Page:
Over 150 years ago Japanese ships were designed, by order of the Emperor, to swamp if they ventured into large following seas and traders were banned from going abroad. About this time, a wrecked Japanese ship was noted on the shores of the recently discovered and relatively unexplored island in the Aleutians. The early Russian visitors to the island noted that, unlike other Aleutian Islands, this one was infested with rats. The island became known as Rat Island. Later, other islands in the chain became infested by norway rats during these wooden ship days.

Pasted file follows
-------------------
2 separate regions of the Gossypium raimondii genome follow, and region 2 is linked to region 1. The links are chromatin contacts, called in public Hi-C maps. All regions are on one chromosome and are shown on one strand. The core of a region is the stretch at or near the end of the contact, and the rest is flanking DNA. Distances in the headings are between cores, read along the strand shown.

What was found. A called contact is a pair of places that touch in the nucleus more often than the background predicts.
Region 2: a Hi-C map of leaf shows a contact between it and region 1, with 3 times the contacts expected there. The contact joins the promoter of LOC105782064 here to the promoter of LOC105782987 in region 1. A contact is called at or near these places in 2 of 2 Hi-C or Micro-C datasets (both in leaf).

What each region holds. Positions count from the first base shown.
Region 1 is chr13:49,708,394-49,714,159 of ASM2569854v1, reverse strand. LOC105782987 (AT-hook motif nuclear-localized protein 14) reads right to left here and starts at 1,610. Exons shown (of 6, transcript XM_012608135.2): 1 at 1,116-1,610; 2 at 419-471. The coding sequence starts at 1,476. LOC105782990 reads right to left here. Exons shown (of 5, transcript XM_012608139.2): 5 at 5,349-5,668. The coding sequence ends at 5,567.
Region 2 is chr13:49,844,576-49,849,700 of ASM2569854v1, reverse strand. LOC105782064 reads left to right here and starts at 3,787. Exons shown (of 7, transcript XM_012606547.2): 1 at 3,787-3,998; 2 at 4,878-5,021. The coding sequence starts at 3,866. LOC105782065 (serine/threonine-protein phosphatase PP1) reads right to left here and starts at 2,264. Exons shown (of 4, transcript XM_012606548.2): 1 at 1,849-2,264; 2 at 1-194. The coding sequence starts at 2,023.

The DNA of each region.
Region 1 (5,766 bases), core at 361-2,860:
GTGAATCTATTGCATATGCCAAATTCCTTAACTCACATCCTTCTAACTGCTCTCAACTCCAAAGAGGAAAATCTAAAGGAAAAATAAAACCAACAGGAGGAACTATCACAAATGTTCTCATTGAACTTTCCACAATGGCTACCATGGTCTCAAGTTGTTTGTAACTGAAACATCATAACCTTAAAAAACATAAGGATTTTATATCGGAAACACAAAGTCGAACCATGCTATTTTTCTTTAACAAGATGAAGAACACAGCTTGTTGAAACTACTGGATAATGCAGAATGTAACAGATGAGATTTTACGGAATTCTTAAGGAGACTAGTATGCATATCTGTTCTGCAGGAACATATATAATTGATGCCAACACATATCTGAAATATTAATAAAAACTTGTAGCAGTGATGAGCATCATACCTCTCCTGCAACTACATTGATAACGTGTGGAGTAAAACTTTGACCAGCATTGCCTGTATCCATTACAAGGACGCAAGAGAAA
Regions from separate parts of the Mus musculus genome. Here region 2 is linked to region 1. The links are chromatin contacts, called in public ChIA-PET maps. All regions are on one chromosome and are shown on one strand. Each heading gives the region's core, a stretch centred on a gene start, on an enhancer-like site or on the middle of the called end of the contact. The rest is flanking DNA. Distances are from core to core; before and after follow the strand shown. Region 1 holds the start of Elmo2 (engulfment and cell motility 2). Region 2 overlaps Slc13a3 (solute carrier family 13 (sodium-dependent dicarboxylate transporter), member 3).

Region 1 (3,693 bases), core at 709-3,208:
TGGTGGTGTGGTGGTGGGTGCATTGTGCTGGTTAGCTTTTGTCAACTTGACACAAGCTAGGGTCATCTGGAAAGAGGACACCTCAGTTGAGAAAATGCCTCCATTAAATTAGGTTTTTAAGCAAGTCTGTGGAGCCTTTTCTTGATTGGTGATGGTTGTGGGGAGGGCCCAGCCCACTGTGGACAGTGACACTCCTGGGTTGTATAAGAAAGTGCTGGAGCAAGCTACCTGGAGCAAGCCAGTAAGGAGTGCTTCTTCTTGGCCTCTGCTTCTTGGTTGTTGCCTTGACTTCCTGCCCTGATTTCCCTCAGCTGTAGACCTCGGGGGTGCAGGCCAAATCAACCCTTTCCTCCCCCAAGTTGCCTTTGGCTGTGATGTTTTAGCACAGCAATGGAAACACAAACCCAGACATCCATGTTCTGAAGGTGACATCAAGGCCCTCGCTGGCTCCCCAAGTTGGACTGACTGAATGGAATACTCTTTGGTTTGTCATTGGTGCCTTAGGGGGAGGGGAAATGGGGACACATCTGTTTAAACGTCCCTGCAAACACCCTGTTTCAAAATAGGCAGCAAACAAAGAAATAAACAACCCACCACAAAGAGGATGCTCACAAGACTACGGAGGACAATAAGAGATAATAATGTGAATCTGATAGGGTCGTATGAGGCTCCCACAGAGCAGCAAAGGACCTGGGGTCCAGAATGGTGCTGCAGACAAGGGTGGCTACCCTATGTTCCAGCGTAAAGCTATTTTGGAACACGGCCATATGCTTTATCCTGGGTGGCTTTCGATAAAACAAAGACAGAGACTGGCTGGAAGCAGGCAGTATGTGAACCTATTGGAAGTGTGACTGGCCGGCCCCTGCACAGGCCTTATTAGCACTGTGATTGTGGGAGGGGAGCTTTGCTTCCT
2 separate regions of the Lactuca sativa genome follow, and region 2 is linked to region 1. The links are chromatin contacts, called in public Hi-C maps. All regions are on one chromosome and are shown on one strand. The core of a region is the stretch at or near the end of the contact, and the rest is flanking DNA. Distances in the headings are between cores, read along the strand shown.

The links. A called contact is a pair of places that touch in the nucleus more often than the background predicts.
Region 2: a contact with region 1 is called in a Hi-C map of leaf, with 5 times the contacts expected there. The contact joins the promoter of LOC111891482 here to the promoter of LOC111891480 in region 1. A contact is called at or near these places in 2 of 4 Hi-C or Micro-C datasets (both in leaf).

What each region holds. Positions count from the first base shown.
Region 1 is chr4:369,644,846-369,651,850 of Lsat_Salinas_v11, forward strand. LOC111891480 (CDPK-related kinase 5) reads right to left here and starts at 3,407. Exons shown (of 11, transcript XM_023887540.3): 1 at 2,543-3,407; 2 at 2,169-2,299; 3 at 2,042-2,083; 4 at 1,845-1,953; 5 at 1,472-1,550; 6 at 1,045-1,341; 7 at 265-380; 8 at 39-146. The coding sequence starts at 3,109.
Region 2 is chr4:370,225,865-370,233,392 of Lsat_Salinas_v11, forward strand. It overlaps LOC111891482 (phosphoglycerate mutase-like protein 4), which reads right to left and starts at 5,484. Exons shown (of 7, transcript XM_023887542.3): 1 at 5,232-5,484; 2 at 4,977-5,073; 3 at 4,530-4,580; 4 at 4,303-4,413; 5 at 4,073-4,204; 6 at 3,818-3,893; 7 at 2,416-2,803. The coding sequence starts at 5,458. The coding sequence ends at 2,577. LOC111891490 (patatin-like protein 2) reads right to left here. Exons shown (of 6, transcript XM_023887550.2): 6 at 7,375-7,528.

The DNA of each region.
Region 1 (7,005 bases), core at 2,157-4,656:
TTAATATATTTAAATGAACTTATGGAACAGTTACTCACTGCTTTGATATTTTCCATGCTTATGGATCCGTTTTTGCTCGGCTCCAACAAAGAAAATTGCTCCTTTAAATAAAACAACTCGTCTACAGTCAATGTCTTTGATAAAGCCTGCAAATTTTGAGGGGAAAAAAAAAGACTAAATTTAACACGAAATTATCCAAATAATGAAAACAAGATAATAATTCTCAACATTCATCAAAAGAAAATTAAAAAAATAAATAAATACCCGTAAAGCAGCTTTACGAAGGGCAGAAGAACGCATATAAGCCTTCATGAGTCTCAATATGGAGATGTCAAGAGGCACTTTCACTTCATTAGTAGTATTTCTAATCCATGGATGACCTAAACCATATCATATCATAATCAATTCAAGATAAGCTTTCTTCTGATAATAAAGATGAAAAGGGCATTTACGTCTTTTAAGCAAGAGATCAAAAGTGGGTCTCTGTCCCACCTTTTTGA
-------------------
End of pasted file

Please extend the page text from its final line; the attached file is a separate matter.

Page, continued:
Rats can colonize an island quickly because of abundant food such as nesting seabirds, absence of other mammal predators or competitors. Norway rats are especially adept at preying on upon a wide range of wildlife, especially along coasts and wetlands. Besides eggs, chicks and nesting seabirds, rats also eat leaves, stems, berries, insects, spiders and fish. Rat populations are able to survive on islands after the seabird migration because they can utilize a wide variety of foods.
A new wave of invasion of rats to the Aleutians came during WWII in ships and cargo of both American and Japanese troops. No one knows exactly when rats first came ashore to the outposts, but over seven large islands that had been rat-free before the war became infested during their occupation.